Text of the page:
“Ventilation is so important, so opening windows at home can be helpful,” says Dr. Déry. “Also make sure your loved one who is leaving the house is really good with masking.”
5. Get stricter about avoiding non-essential activities
Some U.S. cities and states (as well as other countries) have started implementing more restrictions on reopened businesses, activities, and social gatherings — and more are likely to follow. Keep in mind that the United States is experiencing more recorded daily new COVID-19 cases now than it did in the spring or summer, during the first and second waves of the pandemic. What’s more, experts expect cases to keep rising as more people move inside during the colder winter months.
This makes staying home as much as possible more important now.
“Continue to limit going to businesses unless it’s really necessary, like getting food from a grocery store or going to the pharmacy,” says Dr. Aronoff. “Now is really an important time to limit leisure business activity if at all possible.”
If you want to support your local businesses this holiday season, check to see if they have gift card options available for use at a later date. You can also recommend local restaurant delivery menus on social media, give a donation, or purchase virtual services (like an online Spanish class or virtual yoga class) to support your favorite businesses. Or see if local businesses would let you shop by phone and do curbside pickup or ship items directly to a loved one for you.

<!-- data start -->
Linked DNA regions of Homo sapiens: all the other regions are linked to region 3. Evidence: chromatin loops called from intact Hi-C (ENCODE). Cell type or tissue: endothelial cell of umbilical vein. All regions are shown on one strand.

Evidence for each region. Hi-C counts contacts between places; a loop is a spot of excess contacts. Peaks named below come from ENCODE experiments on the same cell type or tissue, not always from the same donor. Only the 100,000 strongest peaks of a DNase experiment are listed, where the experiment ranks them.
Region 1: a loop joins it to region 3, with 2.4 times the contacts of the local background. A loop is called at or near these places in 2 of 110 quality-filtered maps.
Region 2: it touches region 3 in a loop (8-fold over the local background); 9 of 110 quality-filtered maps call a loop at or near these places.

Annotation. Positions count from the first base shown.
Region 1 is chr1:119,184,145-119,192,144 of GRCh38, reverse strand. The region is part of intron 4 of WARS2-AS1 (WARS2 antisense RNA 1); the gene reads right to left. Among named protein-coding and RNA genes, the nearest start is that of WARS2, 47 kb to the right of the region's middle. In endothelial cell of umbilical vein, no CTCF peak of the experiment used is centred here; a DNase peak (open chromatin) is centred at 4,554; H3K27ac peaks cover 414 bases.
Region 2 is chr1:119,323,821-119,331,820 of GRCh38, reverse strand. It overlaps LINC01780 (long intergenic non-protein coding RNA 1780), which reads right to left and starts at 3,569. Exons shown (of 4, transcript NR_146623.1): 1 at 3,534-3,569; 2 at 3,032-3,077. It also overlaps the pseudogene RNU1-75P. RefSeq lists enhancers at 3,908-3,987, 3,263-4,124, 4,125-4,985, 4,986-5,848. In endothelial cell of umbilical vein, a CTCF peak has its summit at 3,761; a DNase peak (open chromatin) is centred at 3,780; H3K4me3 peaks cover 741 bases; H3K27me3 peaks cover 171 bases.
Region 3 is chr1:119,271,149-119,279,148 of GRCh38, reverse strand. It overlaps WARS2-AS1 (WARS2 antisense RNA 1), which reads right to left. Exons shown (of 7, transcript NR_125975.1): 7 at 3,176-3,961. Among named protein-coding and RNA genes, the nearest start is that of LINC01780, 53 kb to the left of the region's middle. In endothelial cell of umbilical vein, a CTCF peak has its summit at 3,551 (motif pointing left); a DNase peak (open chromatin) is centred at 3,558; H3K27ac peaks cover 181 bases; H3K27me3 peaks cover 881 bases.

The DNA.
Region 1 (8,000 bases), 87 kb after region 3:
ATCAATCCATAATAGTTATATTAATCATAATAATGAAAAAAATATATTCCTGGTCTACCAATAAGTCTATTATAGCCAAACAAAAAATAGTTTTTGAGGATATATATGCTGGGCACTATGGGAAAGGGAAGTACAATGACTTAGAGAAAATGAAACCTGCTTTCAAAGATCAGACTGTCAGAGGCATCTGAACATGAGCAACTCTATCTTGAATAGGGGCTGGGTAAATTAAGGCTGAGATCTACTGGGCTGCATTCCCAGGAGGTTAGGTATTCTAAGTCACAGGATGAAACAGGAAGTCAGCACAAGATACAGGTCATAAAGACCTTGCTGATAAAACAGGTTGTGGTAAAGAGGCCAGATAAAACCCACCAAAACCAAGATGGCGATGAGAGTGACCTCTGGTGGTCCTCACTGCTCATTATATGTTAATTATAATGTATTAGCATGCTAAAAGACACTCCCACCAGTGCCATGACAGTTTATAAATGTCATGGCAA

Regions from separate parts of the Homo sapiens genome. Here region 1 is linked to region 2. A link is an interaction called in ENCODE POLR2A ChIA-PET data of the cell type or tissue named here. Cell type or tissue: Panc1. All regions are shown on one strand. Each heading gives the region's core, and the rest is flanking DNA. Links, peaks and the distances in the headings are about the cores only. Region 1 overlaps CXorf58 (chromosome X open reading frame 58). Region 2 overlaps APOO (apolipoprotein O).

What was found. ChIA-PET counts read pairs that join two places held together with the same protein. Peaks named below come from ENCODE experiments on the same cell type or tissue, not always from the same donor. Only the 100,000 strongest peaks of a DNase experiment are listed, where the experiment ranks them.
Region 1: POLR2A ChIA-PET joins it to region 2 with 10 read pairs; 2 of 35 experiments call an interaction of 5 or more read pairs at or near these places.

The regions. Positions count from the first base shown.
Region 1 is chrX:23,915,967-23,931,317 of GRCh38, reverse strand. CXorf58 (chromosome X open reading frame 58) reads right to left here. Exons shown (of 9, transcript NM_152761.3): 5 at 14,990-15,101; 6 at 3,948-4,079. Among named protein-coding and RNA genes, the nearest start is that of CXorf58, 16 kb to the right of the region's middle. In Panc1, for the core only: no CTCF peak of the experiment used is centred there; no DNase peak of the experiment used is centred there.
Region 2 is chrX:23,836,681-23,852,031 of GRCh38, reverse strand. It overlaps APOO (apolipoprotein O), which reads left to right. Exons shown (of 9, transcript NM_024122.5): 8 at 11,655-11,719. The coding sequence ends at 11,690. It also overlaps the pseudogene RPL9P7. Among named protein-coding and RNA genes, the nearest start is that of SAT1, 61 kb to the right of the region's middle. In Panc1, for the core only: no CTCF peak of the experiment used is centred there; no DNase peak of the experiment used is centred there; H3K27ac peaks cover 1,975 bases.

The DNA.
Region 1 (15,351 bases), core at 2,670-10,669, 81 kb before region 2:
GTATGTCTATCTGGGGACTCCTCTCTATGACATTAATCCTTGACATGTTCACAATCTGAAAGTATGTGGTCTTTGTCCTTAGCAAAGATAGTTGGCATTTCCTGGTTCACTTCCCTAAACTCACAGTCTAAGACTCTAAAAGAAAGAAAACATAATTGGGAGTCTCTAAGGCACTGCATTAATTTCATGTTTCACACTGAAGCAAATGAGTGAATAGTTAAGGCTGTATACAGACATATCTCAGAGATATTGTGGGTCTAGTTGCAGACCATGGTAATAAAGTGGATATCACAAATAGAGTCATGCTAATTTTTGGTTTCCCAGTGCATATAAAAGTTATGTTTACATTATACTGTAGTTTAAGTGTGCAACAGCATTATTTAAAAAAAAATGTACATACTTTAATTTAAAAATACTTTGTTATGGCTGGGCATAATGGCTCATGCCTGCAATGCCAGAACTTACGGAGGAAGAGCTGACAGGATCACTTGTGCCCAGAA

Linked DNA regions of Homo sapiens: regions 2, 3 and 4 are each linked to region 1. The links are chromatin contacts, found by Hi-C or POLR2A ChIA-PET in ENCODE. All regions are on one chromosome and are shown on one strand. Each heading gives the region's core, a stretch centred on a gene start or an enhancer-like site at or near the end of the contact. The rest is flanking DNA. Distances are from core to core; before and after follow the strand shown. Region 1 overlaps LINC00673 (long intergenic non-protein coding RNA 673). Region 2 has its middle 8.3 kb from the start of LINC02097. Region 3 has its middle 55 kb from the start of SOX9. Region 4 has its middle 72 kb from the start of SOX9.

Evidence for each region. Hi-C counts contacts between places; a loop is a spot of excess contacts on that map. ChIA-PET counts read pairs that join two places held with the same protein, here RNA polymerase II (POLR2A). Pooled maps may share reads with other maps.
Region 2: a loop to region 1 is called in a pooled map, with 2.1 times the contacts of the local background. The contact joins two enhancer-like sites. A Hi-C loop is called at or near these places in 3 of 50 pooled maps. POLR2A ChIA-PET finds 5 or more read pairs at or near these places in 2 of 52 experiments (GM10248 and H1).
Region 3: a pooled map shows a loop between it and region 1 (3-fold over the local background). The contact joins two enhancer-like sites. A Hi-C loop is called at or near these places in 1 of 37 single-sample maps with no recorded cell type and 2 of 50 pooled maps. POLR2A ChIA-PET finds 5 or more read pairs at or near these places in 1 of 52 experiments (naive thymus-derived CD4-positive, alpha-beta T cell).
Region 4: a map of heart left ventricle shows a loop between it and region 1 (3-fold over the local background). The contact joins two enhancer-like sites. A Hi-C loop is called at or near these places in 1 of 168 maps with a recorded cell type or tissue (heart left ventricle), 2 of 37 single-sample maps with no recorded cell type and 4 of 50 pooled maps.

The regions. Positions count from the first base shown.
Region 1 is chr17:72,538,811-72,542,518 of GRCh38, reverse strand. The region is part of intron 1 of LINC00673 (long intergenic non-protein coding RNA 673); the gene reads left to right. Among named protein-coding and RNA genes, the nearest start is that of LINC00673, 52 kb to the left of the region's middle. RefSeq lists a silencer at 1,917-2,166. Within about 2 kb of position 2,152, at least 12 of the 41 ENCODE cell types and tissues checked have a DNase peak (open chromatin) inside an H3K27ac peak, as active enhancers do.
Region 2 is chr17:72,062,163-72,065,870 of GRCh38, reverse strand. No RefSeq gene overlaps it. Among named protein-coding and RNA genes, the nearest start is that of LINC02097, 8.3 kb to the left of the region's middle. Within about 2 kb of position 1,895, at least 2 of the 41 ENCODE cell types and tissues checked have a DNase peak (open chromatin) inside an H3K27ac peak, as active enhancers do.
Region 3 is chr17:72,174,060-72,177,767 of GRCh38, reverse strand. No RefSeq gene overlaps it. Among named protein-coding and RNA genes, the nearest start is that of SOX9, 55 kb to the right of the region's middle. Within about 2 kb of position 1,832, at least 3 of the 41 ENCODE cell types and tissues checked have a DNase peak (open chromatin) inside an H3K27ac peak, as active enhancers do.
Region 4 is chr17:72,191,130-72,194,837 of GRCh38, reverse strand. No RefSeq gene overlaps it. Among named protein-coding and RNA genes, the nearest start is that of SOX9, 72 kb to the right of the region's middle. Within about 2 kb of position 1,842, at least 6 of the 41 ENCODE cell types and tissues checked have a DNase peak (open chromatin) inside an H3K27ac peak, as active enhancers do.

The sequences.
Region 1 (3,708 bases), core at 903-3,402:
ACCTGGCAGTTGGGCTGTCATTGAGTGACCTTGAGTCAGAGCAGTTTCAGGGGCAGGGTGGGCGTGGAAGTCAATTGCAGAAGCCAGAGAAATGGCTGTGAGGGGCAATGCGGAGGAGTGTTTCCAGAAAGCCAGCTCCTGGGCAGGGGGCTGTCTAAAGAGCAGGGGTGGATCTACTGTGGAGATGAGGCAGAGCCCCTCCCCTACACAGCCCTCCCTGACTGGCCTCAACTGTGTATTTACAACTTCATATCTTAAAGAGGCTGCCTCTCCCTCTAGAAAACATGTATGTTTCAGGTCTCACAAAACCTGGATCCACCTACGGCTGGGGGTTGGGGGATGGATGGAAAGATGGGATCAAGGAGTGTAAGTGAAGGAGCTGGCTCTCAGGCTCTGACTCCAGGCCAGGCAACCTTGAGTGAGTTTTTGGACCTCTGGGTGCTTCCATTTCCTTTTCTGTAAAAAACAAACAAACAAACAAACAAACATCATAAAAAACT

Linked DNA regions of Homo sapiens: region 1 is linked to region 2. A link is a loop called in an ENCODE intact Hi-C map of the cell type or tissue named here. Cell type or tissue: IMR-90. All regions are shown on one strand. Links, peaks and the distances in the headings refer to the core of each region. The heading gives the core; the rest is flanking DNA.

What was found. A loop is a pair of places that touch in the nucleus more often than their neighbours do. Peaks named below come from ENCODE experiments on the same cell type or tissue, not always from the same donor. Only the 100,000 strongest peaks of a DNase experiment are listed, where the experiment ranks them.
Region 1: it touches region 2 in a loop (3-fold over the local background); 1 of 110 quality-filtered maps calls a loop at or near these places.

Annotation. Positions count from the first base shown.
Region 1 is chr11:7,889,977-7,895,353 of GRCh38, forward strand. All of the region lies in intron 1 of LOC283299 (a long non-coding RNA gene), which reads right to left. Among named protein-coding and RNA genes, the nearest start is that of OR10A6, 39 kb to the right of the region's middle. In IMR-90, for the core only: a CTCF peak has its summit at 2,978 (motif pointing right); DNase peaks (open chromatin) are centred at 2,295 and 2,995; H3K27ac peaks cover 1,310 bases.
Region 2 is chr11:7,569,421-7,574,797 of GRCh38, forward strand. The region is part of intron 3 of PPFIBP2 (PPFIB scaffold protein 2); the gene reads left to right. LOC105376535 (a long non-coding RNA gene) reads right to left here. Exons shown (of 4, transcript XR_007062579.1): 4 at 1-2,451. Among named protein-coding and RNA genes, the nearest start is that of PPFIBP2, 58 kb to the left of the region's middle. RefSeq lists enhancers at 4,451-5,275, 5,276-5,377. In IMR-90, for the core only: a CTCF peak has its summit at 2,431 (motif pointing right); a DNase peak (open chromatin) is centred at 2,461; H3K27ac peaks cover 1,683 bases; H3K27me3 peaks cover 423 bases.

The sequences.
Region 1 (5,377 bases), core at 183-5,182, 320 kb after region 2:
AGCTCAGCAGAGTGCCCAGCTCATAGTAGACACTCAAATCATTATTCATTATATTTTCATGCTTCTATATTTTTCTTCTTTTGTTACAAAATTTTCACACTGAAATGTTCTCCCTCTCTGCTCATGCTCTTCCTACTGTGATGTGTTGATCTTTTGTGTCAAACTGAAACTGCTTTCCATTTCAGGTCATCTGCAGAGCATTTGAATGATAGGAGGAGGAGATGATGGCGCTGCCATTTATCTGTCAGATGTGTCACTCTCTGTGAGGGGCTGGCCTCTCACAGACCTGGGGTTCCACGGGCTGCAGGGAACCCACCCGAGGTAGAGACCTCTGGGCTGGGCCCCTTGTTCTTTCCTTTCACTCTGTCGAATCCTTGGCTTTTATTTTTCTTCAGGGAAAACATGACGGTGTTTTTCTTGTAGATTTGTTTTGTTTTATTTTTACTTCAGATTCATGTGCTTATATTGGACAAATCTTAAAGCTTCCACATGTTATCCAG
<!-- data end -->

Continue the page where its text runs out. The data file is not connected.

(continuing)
6. Go virtual for the holidays
Wondering if you should see family or friends for the holidays this year? It’s not an easy answer, but it’s the simplest: You’ll protect yourself and others most this holiday season if you don’t gather in person with those outside of your household.
“As the virus is spreading uncontrollably throughout the country, I would strongly, strongly recommend avoiding having family over for Thanksgiving, Hanukkah, Christmas, New Year’s, and what-have-you,” says Dr. Déry. “It breaks my heart to say it, because I know there are people who have not left their homes since March, and I can’t imagine the loneliness they are experiencing. But this is not the time to gather for the holidays.”
That may mean connecting with your loved ones over video platforms or phone calls. You can make a virtual holiday more special by still sending hand-written notes to your loved ones to enjoy throughout the holiday season, or by asking everyone to bring something to share during your virtual gathering. For instance, perhaps your nephew plays the flute or your sister shows off her newly knitted blanket.
“Connect virtually, spend time together online, and share things that bring joy,” says Manisha Mittal, MD, Rheumatology Director at St. Agnes Medical Center and Co-chair of the Clinical Preceptorship Program at California Health Sciences University.
If you do decide to gather with people outside your immediate household, there are some things you can do to make such gatherings safer.